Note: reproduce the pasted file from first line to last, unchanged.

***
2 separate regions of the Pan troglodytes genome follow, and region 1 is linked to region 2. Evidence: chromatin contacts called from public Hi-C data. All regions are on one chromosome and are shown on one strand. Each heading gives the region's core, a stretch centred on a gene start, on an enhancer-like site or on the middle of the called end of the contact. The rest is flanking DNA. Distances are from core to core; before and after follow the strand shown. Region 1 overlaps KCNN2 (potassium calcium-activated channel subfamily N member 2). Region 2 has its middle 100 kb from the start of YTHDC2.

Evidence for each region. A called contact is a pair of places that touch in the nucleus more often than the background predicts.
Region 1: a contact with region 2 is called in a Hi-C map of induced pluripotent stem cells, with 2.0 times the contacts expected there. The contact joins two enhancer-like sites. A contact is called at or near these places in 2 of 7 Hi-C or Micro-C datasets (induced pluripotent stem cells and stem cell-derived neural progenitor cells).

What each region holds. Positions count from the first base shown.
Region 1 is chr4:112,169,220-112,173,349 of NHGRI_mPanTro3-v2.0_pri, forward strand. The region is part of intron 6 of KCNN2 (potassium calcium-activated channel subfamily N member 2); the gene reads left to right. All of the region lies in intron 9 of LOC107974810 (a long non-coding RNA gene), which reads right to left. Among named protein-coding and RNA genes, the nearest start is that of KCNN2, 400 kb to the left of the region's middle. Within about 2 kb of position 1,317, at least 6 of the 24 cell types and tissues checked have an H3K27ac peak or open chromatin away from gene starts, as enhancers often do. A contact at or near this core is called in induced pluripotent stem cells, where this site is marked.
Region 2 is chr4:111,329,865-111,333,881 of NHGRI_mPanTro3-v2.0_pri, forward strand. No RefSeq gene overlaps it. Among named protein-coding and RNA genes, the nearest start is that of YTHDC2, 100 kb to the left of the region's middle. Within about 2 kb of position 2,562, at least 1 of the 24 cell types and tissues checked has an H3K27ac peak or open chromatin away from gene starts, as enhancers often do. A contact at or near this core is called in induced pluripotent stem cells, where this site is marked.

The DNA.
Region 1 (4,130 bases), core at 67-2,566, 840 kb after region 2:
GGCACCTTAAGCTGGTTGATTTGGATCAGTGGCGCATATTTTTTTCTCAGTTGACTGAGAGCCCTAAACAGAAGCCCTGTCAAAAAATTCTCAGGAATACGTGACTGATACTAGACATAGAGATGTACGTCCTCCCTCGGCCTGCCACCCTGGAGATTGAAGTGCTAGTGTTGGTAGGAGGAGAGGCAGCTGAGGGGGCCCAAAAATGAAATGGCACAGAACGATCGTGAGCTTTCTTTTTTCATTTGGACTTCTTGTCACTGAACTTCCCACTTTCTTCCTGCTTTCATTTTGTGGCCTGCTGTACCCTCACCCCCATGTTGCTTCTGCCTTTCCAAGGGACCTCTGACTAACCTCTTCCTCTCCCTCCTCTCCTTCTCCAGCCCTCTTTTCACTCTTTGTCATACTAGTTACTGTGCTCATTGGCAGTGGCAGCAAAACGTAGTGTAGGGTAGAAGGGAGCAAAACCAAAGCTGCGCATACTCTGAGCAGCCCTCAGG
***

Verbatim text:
2 separate regions of the Pan troglodytes genome follow, and region 1 is linked to region 2. Evidence: chromatin contacts called from public Hi-C data. All regions are on one chromosome and are shown on one strand. Each heading gives the region's core, a stretch centred on a gene start, on an enhancer-like site or on the middle of the called end of the contact. The rest is flanking DNA. Distances are from core to core; before and after follow the strand shown. Region 1 overlaps KCNN2 (potassium calcium-activated channel subfamily N member 2). Region 2 has its middle 100 kb from the start of YTHDC2.

Evidence for each region. A called contact is a pair of places that touch in the nucleus more often than the background predicts.
Region 1: a contact with region 2 is called in a Hi-C map of induced pluripotent stem cells, with 2.0 times the contacts expected there. The contact joins two enhancer-like sites. A contact is called at or near these places in 2 of 7 Hi-C or Micro-C datasets (induced pluripotent stem cells and stem cell-derived neural progenitor cells).

What each region holds. Positions count from the first base shown.
Region 1 is chr4:112,169,220-112,173,349 of NHGRI_mPanTro3-v2.0_pri, forward strand. The region is part of intron 6 of KCNN2 (potassium calcium-activated channel subfamily N member 2); the gene reads left to right. All of the region lies in intron 9 of LOC107974810 (a long non-coding RNA gene), which reads right to left. Among named protein-coding and RNA genes, the nearest start is that of KCNN2, 400 kb to the left of the region's middle. Within about 2 kb of position 1,317, at least 6 of the 24 cell types and tissues checked have an H3K27ac peak or open chromatin away from gene starts, as enhancers often do. A contact at or near this core is called in induced pluripotent stem cells, where this site is marked.
Region 2 is chr4:111,329,865-111,333,881 of NHGRI_mPanTro3-v2.0_pri, forward strand. No RefSeq gene overlaps it. Among named protein-coding and RNA genes, the nearest start is that of YTHDC2, 100 kb to the left of the region's middle. Within about 2 kb of position 2,562, at least 1 of the 24 cell types and tissues checked has an H3K27ac peak or open chromatin away from gene starts, as enhancers often do. A contact at or near this core is called in induced pluripotent stem cells, where this site is marked.

The DNA.
Region 1 (4,130 bases), core at 67-2,566, 840 kb after region 2:
GGCACCTTAAGCTGGTTGATTTGGATCAGTGGCGCATATTTTTTTCTCAGTTGACTGAGAGCCCTAAACAGAAGCCCTGTCAAAAAATTCTCAGGAATACGTGACTGATACTAGACATAGAGATGTACGTCCTCCCTCGGCCTGCCACCCTGGAGATTGAAGTGCTAGTGTTGGTAGGAGGAGAGGCAGCTGAGGGGGCCCAAAAATGAAATGGCACAGAACGATCGTGAGCTTTCTTTTTTCATTTGGACTTCTTGTCACTGAACTTCCCACTTTCTTCCTGCTTTCATTTTGTGGCCTGCTGTACCCTCACCCCCATGTTGCTTCTGCCTTTCCAAGGGACCTCTGACTAACCTCTTCCTCTCCCTCCTCTCCTTCTCCAGCCCTCTTTTCACTCTTTGTCATACTAGTTACTGTGCTCATTGGCAGTGGCAGCAAAACGTAGTGTAGGGTAGAAGGGAGCAAAACCAAAGCTGCGCATACTCTGAGCAGCCCTCAGG